- ½ tbsp coconut oil
- 1 tsp blackstrap molasses (unsulphured)
- 1 tsp coconut sugar*
- ¼ tsp cinnamon
- 1/16 tsp of each of the following spices: cloves, allspice, nutmeg, ginger
- ½ cup raw cashews, pre-soaked and strained**
- 3 tbsp dark maple syrup***
- 3 tbsp unsweetened vanilla almond milk
- 2 tbsp coconut oil, softened or liquefied****
- 1 tsp pure vanilla extract
- 1 tsp orange extract
- ⅜ tsp salt
- 3–4 tbsp melted vegan chocolate (I used a raw kind)*****
- natural edible glitter dust******
1. Process all crust ingredients into a fine sticky crumble in a food processor. Transfer into a 5″ springform pan and press down into a flat crust along the base. Freeze while working on the next step.
2. Make sure all filling ingredients are at room temperature before getting started*******. Blend them all together into a completely smooth consistency in a power blender. Transfer this mixture into the prepared cake pan over the crust. Tap the pan down on the counter to smooth out the top, and even it out further with the back of a spoon as needed.
3. Freeze for 5-6 hours or overnight.
4. Once set, remove from the springform ring. Decorate with desired chocolate toppings and use brush to apply natural edible glitter dust on the cake and chocolates (if using). Thaw out lightly on the counter (5-10 minutes) and enjoy********
*Can use maple syrup if no coconut sugar on hand. I used it here because I liked the slight grittiness and crumb it added, but I wouldn’t buy a whole bag of the sugar just for this recipe personally…
**To pre-soak nuts: place in a glass bowl, cover with water, and leave to soak for 4 hours (or overnight in the fridge). Then strain and discard the water. For a quick pre-soak, cover with boiled water and soak for 15 mins, then strain and discard water. (Note: this technique doesn’t preserve the nutrition of the recipe as well as the traditional soaking technique above). Additional Note: the purpose of soaking the nuts is to re-hydrate them and plump them up for blending into a smooth, cheesecake-like consistency. Proper soaking techniques also maximize nutrition and digestibility. If you’re interested in learning more about nut soaking and other dessert prep tips and tricks, I delve into these subjects in detail in my book Unconventional Treats.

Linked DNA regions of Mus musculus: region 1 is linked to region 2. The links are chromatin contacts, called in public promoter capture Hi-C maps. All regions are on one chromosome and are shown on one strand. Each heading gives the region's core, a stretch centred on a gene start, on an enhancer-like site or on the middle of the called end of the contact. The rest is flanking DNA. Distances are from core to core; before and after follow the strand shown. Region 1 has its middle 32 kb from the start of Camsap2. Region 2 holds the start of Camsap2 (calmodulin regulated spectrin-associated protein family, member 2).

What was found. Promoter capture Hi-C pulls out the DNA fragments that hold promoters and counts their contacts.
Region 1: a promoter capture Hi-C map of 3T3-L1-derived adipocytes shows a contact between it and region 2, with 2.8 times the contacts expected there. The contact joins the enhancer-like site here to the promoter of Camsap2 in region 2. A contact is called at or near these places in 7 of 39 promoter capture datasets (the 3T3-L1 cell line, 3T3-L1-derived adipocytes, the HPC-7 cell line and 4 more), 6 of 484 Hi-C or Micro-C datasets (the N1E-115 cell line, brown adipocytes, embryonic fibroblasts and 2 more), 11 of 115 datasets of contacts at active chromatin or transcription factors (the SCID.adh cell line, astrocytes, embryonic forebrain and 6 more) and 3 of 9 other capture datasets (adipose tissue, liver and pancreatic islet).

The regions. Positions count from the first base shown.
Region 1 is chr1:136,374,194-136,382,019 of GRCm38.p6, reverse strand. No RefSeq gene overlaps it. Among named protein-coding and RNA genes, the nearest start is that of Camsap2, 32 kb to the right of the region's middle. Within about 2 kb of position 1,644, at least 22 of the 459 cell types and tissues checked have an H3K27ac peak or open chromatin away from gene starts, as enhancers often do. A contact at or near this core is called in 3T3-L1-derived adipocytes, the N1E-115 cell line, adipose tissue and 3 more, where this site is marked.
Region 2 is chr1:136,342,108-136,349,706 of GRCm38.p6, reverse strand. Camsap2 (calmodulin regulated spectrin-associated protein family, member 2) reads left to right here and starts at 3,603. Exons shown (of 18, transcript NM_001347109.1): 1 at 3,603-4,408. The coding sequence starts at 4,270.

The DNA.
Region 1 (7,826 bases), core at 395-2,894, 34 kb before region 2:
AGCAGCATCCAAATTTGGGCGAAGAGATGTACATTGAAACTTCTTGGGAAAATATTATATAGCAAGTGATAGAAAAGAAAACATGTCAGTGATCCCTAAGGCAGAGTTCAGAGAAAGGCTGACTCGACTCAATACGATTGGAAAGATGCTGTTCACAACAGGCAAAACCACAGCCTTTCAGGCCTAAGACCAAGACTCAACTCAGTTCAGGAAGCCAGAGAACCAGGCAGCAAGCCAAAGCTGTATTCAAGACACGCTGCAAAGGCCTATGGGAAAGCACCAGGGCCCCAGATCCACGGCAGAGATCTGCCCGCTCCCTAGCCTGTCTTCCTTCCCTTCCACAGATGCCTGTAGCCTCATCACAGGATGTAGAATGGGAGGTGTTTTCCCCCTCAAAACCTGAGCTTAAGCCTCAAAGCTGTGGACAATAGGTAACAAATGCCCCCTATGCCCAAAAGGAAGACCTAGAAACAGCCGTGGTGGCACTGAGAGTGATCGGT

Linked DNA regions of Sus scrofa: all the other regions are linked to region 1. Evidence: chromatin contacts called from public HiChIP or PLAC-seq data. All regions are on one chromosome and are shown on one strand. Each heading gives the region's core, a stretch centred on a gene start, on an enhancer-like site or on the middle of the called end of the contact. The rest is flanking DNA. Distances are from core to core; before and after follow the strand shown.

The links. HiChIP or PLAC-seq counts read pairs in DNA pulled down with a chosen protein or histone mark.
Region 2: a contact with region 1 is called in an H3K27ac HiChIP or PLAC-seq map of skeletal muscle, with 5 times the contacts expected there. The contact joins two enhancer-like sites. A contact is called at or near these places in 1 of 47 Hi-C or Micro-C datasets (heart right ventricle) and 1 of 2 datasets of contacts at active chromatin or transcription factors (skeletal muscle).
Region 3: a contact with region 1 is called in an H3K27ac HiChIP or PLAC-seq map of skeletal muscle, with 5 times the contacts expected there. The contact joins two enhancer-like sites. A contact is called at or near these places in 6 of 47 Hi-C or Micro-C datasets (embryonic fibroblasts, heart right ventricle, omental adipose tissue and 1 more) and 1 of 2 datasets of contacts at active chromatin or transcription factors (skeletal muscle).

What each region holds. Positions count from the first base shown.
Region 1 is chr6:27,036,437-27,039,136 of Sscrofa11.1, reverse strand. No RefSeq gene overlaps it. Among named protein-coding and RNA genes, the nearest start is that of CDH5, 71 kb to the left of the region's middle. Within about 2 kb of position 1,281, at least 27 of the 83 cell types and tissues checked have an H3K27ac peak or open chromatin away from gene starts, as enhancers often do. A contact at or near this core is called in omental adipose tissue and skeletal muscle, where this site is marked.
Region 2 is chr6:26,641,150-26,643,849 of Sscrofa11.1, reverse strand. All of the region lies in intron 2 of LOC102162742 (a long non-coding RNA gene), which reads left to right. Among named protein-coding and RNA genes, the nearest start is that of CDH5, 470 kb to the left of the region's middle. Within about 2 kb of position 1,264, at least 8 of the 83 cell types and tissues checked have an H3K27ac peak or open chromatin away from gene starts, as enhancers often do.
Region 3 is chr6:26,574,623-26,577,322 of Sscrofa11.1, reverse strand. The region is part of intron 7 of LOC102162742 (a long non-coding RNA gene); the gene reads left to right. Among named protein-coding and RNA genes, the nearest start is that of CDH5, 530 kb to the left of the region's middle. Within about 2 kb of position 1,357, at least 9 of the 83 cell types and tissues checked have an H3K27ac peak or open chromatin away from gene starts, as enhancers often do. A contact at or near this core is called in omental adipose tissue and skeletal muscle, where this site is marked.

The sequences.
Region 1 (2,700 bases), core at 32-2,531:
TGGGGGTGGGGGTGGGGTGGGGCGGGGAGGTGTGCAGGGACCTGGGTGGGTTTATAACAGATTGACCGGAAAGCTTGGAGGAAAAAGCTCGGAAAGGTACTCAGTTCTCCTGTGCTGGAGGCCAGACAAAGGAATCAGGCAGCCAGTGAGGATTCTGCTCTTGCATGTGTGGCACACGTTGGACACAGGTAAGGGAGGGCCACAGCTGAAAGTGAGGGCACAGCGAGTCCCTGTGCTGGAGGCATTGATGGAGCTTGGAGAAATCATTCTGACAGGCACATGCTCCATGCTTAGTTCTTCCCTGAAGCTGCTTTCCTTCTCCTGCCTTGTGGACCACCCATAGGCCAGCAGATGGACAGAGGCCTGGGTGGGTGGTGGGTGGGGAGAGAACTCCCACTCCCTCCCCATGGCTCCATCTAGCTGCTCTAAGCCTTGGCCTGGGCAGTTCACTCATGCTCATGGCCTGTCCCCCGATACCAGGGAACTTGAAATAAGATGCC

***Maple syrup isn’t considered a raw sweetener, so if you wish to keep this recipe more fully raw, use a raw sweetener of your choice, like raw agave, etc.
****Use 3 tbsp for a firmer cheesecake. I liked it better a little softer here with 2 tbsp — it thaws out faster and reaches a creamier consistency. But if it’s super hot where you are, go for 3.
*****Since I made my chocolates for the topping in a form, I melted a bit of raw chocolate using the double boiler method, and added a tiny amount of cacao butter to it to thin it out a little more (I used about 1/2 a tbsp, though this addition is totally optional). See notes above the recipe for other alternatives if you don’t wish to use a mold for the chocolates.
******See notes above recipe regarding the glitter dust I used here.
*******This is very important so that ingredients blend properly. If anything going into the blender is too cold it can make the mixture firm up prematurely. Conversely, you don’t want any of the ingredients to be hot either. Room temperature is just right.
********Storage notes: treat this cake like ice cream. Keep it cake frozen at all times until ready to eat, and freeze any leftovers. If left too long at room temperature it will begin to melt back into the consistency it was in the blender.
This post contains affiliate links to Amazon.com for products used to make the recipe.